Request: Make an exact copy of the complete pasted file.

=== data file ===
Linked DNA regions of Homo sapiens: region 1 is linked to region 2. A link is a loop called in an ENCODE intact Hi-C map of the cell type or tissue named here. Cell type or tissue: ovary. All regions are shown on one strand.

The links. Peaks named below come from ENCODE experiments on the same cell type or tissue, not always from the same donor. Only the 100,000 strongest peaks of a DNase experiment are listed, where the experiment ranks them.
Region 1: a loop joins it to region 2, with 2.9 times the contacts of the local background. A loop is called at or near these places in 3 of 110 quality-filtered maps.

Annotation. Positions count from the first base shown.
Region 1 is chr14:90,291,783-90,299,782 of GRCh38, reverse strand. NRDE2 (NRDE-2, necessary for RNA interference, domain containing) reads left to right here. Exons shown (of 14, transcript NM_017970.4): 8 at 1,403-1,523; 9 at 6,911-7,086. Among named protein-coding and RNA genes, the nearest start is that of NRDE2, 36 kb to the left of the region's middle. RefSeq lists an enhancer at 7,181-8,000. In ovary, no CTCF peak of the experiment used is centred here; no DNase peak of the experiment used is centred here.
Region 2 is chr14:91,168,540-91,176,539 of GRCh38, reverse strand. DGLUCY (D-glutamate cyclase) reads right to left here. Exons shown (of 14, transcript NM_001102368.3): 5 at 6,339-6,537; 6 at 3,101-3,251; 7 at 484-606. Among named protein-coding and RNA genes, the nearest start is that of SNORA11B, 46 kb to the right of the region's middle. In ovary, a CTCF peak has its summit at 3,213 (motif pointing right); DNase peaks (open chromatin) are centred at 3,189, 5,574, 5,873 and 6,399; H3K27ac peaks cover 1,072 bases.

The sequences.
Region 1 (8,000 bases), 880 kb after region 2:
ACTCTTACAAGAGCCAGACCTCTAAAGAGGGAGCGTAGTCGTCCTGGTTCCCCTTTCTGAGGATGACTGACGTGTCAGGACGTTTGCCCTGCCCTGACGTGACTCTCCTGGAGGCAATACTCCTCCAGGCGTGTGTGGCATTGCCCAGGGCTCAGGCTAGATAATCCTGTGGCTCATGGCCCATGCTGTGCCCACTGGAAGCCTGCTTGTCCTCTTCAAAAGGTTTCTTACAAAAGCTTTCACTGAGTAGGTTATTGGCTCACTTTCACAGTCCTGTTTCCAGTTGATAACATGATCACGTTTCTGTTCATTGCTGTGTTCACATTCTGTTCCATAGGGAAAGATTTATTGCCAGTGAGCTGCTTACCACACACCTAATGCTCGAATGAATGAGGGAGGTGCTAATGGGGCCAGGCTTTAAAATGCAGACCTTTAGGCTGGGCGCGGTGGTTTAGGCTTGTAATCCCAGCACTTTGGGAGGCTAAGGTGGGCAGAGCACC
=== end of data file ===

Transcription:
Linked DNA regions of Homo sapiens: region 1 is linked to region 2. A link is a loop called in an ENCODE intact Hi-C map of the cell type or tissue named here. Cell type or tissue: ovary. All regions are shown on one strand.

The links. Peaks named below come from ENCODE experiments on the same cell type or tissue, not always from the same donor. Only the 100,000 strongest peaks of a DNase experiment are listed, where the experiment ranks them.
Region 1: a loop joins it to region 2, with 2.9 times the contacts of the local background. A loop is called at or near these places in 3 of 110 quality-filtered maps.

Annotation. Positions count from the first base shown.
Region 1 is chr14:90,291,783-90,299,782 of GRCh38, reverse strand. NRDE2 (NRDE-2, necessary for RNA interference, domain containing) reads left to right here. Exons shown (of 14, transcript NM_017970.4): 8 at 1,403-1,523; 9 at 6,911-7,086. Among named protein-coding and RNA genes, the nearest start is that of NRDE2, 36 kb to the left of the region's middle. RefSeq lists an enhancer at 7,181-8,000. In ovary, no CTCF peak of the experiment used is centred here; no DNase peak of the experiment used is centred here.
Region 2 is chr14:91,168,540-91,176,539 of GRCh38, reverse strand. DGLUCY (D-glutamate cyclase) reads right to left here. Exons shown (of 14, transcript NM_001102368.3): 5 at 6,339-6,537; 6 at 3,101-3,251; 7 at 484-606. Among named protein-coding and RNA genes, the nearest start is that of SNORA11B, 46 kb to the right of the region's middle. In ovary, a CTCF peak has its summit at 3,213 (motif pointing right); DNase peaks (open chromatin) are centred at 3,189, 5,574, 5,873 and 6,399; H3K27ac peaks cover 1,072 bases.

The sequences.
Region 1 (8,000 bases), 880 kb after region 2:
ACTCTTACAAGAGCCAGACCTCTAAAGAGGGAGCGTAGTCGTCCTGGTTCCCCTTTCTGAGGATGACTGACGTGTCAGGACGTTTGCCCTGCCCTGACGTGACTCTCCTGGAGGCAATACTCCTCCAGGCGTGTGTGGCATTGCCCAGGGCTCAGGCTAGATAATCCTGTGGCTCATGGCCCATGCTGTGCCCACTGGAAGCCTGCTTGTCCTCTTCAAAAGGTTTCTTACAAAAGCTTTCACTGAGTAGGTTATTGGCTCACTTTCACAGTCCTGTTTCCAGTTGATAACATGATCACGTTTCTGTTCATTGCTGTGTTCACATTCTGTTCCATAGGGAAAGATTTATTGCCAGTGAGCTGCTTACCACACACCTAATGCTCGAATGAATGAGGGAGGTGCTAATGGGGCCAGGCTTTAAAATGCAGACCTTTAGGCTGGGCGCGGTGGTTTAGGCTTGTAATCCCAGCACTTTGGGAGGCTAAGGTGGGCAGAGCACC